TIP #1: Try not to be judgmental or embarrassed about credit scores. There are a variety of factors that go into this figure and just as many strategies to improve it, so don’t get discouraged if your credit score isn’t quite where you need it to be yet.
TIP #2: If credit, mortgages and other finance talk is over your head, get help from a qualified financial advisor. Your realtor should be able to provide you with referrals to a professional (or list of professionals) they trust.
TIP #3: There are certain mortgages that are designed for people with lower credit scores, such as the FHA loan for first-time homebuyers. This may help get you into a home sooner, but improving your credit score should still be on your radar.
Your credit score is simply a snapshot of your overall financial health at a moment in time. If your score is telling you to get healthier, a financial advisor can help you come up with strategies to make improvements fairly quickly. The only way to get “stuck” with bad credit is if you fail to make the necessary changes to do better. You can do it!
3. Location, location, location!
There’s a movie from the ’90s featuring Morgan Freeman, Brad Pitt and Gwyneth Paltrow, where Brad and Gwyn’s characters have to explain to their dinner party guest, Morgan, that their flat vibrates and becomes unbearably loud whenever the subway goes by – because their realtor never let them visit for more than 5 minutes at a time. While this is a pretty extreme example of the importance of location (and choosing a good realtor!) there’s no denying that it should be near the top of your priority list.
Several factors may go into choosing the right neighborhood for you. If you are a parent or plan on becoming one in the near future, you will probably be interested in the quality of a district’s school system. Older couples might not be interested in neighborhoods bustling with young families, and career enthusiasts might just be looking for something close to the office. Hone in on your ideal location by:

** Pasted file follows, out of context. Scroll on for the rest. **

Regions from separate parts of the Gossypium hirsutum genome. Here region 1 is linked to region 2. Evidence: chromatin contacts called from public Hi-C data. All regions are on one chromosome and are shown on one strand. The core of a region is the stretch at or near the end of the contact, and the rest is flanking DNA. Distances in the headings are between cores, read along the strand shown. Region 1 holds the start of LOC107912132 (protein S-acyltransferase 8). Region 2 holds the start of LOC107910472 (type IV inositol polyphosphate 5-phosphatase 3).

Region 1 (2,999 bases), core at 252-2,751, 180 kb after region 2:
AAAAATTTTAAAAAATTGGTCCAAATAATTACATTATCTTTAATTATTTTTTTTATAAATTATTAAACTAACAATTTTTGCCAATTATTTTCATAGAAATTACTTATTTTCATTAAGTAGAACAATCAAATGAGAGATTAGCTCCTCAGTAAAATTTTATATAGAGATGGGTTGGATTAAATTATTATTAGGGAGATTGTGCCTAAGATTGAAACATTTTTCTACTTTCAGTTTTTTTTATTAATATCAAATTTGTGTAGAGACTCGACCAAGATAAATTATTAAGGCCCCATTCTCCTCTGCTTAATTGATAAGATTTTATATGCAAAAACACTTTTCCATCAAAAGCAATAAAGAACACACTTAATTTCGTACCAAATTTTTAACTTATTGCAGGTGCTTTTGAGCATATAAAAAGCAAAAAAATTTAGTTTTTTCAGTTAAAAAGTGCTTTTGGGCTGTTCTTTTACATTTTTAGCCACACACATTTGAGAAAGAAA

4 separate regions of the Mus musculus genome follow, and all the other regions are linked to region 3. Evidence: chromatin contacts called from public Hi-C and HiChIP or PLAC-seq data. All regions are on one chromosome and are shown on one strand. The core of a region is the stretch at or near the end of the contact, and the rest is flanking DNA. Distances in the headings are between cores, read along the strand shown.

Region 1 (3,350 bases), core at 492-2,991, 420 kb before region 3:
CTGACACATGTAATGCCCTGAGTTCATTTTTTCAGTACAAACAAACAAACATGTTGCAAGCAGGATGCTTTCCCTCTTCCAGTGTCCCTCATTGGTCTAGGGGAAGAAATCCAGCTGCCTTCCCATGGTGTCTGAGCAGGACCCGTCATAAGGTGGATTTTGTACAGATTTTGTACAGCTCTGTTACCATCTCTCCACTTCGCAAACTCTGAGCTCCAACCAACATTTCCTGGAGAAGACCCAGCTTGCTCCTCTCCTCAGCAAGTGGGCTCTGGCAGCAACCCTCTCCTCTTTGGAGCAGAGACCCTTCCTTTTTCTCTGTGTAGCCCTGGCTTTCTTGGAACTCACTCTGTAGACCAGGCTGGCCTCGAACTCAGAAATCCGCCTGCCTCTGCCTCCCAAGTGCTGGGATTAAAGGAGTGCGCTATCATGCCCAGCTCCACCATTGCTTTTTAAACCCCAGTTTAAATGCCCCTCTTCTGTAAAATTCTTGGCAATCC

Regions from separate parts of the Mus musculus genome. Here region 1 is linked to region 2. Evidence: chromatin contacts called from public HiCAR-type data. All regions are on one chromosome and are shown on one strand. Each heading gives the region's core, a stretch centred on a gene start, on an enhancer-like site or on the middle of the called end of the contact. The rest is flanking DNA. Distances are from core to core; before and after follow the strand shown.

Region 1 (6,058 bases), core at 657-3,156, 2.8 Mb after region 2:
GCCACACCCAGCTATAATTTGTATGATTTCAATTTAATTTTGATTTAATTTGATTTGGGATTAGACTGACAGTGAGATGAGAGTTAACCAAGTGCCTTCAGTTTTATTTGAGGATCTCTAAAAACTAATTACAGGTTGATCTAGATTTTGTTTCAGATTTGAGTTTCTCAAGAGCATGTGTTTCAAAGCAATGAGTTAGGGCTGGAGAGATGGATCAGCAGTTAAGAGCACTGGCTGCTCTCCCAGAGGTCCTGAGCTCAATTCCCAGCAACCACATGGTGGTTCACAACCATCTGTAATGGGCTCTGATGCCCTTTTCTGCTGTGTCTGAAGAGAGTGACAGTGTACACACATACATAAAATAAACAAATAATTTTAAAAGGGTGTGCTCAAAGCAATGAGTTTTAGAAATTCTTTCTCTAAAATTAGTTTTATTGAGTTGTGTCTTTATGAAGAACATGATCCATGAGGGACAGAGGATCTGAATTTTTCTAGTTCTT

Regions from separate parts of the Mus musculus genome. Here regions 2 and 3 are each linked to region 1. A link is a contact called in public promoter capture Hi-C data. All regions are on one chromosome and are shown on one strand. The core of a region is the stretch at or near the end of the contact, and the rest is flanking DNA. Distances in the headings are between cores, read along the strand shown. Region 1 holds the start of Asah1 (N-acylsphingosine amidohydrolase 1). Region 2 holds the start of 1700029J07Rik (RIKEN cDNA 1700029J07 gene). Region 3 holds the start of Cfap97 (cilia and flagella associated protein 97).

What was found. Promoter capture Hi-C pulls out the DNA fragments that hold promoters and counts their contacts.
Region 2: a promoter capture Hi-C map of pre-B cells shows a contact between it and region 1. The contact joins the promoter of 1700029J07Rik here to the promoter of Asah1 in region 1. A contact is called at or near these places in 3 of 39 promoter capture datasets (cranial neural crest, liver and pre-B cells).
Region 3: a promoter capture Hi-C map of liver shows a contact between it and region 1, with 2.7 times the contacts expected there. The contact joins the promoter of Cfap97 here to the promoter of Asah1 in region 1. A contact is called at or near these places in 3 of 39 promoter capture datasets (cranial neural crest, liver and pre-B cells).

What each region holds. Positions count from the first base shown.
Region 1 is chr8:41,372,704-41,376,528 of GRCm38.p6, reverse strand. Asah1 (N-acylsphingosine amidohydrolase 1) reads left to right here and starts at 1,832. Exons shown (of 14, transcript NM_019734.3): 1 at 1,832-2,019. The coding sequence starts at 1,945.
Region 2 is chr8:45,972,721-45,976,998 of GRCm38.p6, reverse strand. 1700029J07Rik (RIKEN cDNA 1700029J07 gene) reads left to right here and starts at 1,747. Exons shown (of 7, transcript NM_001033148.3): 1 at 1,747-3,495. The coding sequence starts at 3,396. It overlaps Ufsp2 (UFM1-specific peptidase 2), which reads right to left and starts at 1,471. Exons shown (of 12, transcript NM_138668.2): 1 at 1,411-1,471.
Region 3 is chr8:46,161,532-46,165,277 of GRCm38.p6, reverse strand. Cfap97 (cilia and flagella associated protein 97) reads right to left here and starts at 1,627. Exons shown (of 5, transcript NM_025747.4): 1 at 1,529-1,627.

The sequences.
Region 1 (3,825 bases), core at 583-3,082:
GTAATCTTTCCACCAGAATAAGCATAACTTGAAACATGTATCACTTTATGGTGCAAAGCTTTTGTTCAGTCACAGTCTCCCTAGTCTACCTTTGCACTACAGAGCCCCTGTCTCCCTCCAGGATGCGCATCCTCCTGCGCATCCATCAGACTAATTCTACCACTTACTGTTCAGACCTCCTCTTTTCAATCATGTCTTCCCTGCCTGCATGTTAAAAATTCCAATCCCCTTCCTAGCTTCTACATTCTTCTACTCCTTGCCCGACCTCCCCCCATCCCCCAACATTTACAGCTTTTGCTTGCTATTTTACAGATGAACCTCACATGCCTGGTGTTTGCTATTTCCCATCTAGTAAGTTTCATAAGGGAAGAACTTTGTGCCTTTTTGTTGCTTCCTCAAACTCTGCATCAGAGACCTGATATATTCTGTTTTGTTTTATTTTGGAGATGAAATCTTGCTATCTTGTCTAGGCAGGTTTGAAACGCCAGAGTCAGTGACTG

- Considering your commute, and what your new normal drive to the office, hobbies and friends could be. Tools like Google Maps provide advanced features to let you calculate how long your route will take at a specific time of day (i.e., 7:30 a.m. when you typically leave for work) so that you can see the impact of your drive.
- Visiting at different times of day, to get a sense of what it’s really like to live in the area. If you’ve only ever visited during the day, you may want to get a sense of the neighborhood when the sun goes down. Is the area bustling with children playing and people out walking their dogs before bed? Or is it a quiet neighborhood where you could find moments of evening relaxation outside? Regardless of your personal preference, just make sure it fits your lifestyle.
You can change just about anything about your house: the color, layout, backyard, landscaping . . . but you can’t change the location. So, before you plant your roots, make sure you’re happy with the ground where you will be growing them.
4. Make your realtor a list of “must-haves.”
Anyone who has ever watched HGTV knows that they won’t break for the first set of commercials before a future homebuyer has taken the time to carefully list out the things they are looking for in a home. In fact, this is one of the first things your realtor will ask, after you have decided on the location or neighborhood(s) you are interested in: What are you looking for, and are there any deal-breakers?